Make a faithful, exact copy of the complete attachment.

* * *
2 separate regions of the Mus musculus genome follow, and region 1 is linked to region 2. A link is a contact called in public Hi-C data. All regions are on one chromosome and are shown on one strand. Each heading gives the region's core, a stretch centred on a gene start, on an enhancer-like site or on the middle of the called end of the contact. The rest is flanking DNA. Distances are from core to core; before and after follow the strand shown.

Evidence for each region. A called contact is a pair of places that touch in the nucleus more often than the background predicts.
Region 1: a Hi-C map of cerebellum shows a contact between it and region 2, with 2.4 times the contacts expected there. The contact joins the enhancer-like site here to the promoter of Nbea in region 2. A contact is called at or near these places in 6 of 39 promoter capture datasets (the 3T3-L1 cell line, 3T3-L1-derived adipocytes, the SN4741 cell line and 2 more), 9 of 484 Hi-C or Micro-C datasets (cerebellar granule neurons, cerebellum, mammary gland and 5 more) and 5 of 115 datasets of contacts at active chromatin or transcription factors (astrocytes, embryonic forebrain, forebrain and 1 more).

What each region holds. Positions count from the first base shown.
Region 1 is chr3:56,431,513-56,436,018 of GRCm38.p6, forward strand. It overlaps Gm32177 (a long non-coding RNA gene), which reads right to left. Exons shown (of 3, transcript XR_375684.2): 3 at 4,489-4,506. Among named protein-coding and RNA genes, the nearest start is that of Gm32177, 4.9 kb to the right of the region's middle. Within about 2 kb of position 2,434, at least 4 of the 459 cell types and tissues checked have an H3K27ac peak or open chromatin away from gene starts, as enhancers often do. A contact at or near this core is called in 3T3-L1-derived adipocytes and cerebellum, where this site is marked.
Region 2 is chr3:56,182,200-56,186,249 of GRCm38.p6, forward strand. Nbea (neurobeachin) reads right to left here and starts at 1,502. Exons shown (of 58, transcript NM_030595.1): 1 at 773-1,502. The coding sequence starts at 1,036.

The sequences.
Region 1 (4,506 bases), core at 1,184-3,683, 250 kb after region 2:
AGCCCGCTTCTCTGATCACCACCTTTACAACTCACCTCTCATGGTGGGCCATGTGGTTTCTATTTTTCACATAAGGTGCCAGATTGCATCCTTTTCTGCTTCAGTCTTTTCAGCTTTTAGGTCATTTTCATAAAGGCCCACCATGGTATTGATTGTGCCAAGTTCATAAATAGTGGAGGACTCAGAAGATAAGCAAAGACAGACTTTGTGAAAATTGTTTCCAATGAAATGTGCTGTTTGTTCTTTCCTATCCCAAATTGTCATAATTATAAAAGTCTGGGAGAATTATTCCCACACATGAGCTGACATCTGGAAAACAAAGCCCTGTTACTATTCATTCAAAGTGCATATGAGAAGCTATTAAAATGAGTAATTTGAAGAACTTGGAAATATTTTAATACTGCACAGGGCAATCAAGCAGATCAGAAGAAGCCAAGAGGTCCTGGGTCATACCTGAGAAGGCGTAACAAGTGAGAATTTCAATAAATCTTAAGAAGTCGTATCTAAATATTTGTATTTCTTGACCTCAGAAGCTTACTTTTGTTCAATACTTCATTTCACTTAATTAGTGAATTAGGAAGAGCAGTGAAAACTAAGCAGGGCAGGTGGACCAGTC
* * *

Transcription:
2 separate regions of the Mus musculus genome follow, and region 1 is linked to region 2. A link is a contact called in public Hi-C data. All regions are on one chromosome and are shown on one strand. Each heading gives the region's core, a stretch centred on a gene start, on an enhancer-like site or on the middle of the called end of the contact. The rest is flanking DNA. Distances are from core to core; before and after follow the strand shown.

Evidence for each region. A called contact is a pair of places that touch in the nucleus more often than the background predicts.
Region 1: a Hi-C map of cerebellum shows a contact between it and region 2, with 2.4 times the contacts expected there. The contact joins the enhancer-like site here to the promoter of Nbea in region 2. A contact is called at or near these places in 6 of 39 promoter capture datasets (the 3T3-L1 cell line, 3T3-L1-derived adipocytes, the SN4741 cell line and 2 more), 9 of 484 Hi-C or Micro-C datasets (cerebellar granule neurons, cerebellum, mammary gland and 5 more) and 5 of 115 datasets of contacts at active chromatin or transcription factors (astrocytes, embryonic forebrain, forebrain and 1 more).

What each region holds. Positions count from the first base shown.
Region 1 is chr3:56,431,513-56,436,018 of GRCm38.p6, forward strand. It overlaps Gm32177 (a long non-coding RNA gene), which reads right to left. Exons shown (of 3, transcript XR_375684.2): 3 at 4,489-4,506. Among named protein-coding and RNA genes, the nearest start is that of Gm32177, 4.9 kb to the right of the region's middle. Within about 2 kb of position 2,434, at least 4 of the 459 cell types and tissues checked have an H3K27ac peak or open chromatin away from gene starts, as enhancers often do. A contact at or near this core is called in 3T3-L1-derived adipocytes and cerebellum, where this site is marked.
Region 2 is chr3:56,182,200-56,186,249 of GRCm38.p6, forward strand. Nbea (neurobeachin) reads right to left here and starts at 1,502. Exons shown (of 58, transcript NM_030595.1): 1 at 773-1,502. The coding sequence starts at 1,036.

The sequences.
Region 1 (4,506 bases), core at 1,184-3,683, 250 kb after region 2:
AGCCCGCTTCTCTGATCACCACCTTTACAACTCACCTCTCATGGTGGGCCATGTGGTTTCTATTTTTCACATAAGGTGCCAGATTGCATCCTTTTCTGCTTCAGTCTTTTCAGCTTTTAGGTCATTTTCATAAAGGCCCACCATGGTATTGATTGTGCCAAGTTCATAAATAGTGGAGGACTCAGAAGATAAGCAAAGACAGACTTTGTGAAAATTGTTTCCAATGAAATGTGCTGTTTGTTCTTTCCTATCCCAAATTGTCATAATTATAAAAGTCTGGGAGAATTATTCCCACACATGAGCTGACATCTGGAAAACAAAGCCCTGTTACTATTCATTCAAAGTGCATATGAGAAGCTATTAAAATGAGTAATTTGAAGAACTTGGAAATATTTTAATACTGCACAGGGCAATCAAGCAGATCAGAAGAAGCCAAGAGGTCCTGGGTCATACCTGAGAAGGCGTAACAAGTGAGAATTTCAATAAATCTTAAGAAGTCGTATCTAAATATTTGTATTTCTTGACCTCAGAAGCTTACTTTTGTTCAATACTTCATTTCACTTAATTAGTGAATTAGGAAGAGCAGTGAAAACTAAGCAGGGCAGGTGGACCAGTC